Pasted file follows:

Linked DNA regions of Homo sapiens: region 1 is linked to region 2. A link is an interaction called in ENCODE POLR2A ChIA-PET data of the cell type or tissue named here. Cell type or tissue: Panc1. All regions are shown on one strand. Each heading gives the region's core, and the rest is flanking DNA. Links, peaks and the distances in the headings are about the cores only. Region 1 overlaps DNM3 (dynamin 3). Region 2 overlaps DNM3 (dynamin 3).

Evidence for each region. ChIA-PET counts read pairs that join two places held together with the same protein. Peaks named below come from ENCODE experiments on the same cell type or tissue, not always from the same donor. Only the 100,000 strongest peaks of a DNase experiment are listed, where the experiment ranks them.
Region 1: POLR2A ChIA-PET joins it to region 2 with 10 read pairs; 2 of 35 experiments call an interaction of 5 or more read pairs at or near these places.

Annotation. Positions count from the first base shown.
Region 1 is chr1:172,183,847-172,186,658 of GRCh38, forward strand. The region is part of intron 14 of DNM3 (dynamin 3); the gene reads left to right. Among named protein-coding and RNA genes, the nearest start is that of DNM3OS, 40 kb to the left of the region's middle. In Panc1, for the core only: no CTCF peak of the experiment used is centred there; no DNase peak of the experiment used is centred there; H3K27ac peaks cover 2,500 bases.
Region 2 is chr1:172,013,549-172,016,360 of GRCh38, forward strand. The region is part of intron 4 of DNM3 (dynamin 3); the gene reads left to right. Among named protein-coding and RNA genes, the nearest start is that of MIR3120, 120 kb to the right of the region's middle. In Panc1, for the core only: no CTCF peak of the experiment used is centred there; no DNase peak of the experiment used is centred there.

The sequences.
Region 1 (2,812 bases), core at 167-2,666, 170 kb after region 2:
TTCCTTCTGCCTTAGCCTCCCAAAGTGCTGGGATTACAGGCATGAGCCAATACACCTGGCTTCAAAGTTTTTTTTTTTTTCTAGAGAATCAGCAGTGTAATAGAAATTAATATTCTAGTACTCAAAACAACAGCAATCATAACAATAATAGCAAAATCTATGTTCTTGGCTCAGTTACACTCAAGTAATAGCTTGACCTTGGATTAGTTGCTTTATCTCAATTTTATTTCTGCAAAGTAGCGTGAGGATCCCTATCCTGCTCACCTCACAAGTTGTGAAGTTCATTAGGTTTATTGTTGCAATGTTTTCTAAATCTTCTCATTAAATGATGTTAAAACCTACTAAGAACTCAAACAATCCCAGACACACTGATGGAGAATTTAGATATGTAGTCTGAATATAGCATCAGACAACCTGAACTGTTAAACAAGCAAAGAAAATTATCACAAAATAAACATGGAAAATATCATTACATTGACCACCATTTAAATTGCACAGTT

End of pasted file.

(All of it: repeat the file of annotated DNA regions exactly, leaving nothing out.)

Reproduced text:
Linked DNA regions of Homo sapiens: region 1 is linked to region 2. A link is an interaction called in ENCODE POLR2A ChIA-PET data of the cell type or tissue named here. Cell type or tissue: Panc1. All regions are shown on one strand. Each heading gives the region's core, and the rest is flanking DNA. Links, peaks and the distances in the headings are about the cores only. Region 1 overlaps DNM3 (dynamin 3). Region 2 overlaps DNM3 (dynamin 3).

Evidence for each region. ChIA-PET counts read pairs that join two places held together with the same protein. Peaks named below come from ENCODE experiments on the same cell type or tissue, not always from the same donor. Only the 100,000 strongest peaks of a DNase experiment are listed, where the experiment ranks them.
Region 1: POLR2A ChIA-PET joins it to region 2 with 10 read pairs; 2 of 35 experiments call an interaction of 5 or more read pairs at or near these places.

Annotation. Positions count from the first base shown.
Region 1 is chr1:172,183,847-172,186,658 of GRCh38, forward strand. The region is part of intron 14 of DNM3 (dynamin 3); the gene reads left to right. Among named protein-coding and RNA genes, the nearest start is that of DNM3OS, 40 kb to the left of the region's middle. In Panc1, for the core only: no CTCF peak of the experiment used is centred there; no DNase peak of the experiment used is centred there; H3K27ac peaks cover 2,500 bases.
Region 2 is chr1:172,013,549-172,016,360 of GRCh38, forward strand. The region is part of intron 4 of DNM3 (dynamin 3); the gene reads left to right. Among named protein-coding and RNA genes, the nearest start is that of MIR3120, 120 kb to the right of the region's middle. In Panc1, for the core only: no CTCF peak of the experiment used is centred there; no DNase peak of the experiment used is centred there.

The sequences.
Region 1 (2,812 bases), core at 167-2,666, 170 kb after region 2:
TTCCTTCTGCCTTAGCCTCCCAAAGTGCTGGGATTACAGGCATGAGCCAATACACCTGGCTTCAAAGTTTTTTTTTTTTTCTAGAGAATCAGCAGTGTAATAGAAATTAATATTCTAGTACTCAAAACAACAGCAATCATAACAATAATAGCAAAATCTATGTTCTTGGCTCAGTTACACTCAAGTAATAGCTTGACCTTGGATTAGTTGCTTTATCTCAATTTTATTTCTGCAAAGTAGCGTGAGGATCCCTATCCTGCTCACCTCACAAGTTGTGAAGTTCATTAGGTTTATTGTTGCAATGTTTTCTAAATCTTCTCATTAAATGATGTTAAAACCTACTAAGAACTCAAACAATCCCAGACACACTGATGGAGAATTTAGATATGTAGTCTGAATATAGCATCAGACAACCTGAACTGTTAAACAAGCAAAGAAAATTATCACAAAATAAACATGGAAAATATCATTACATTGACCACCATTTAAATTGCACAGTT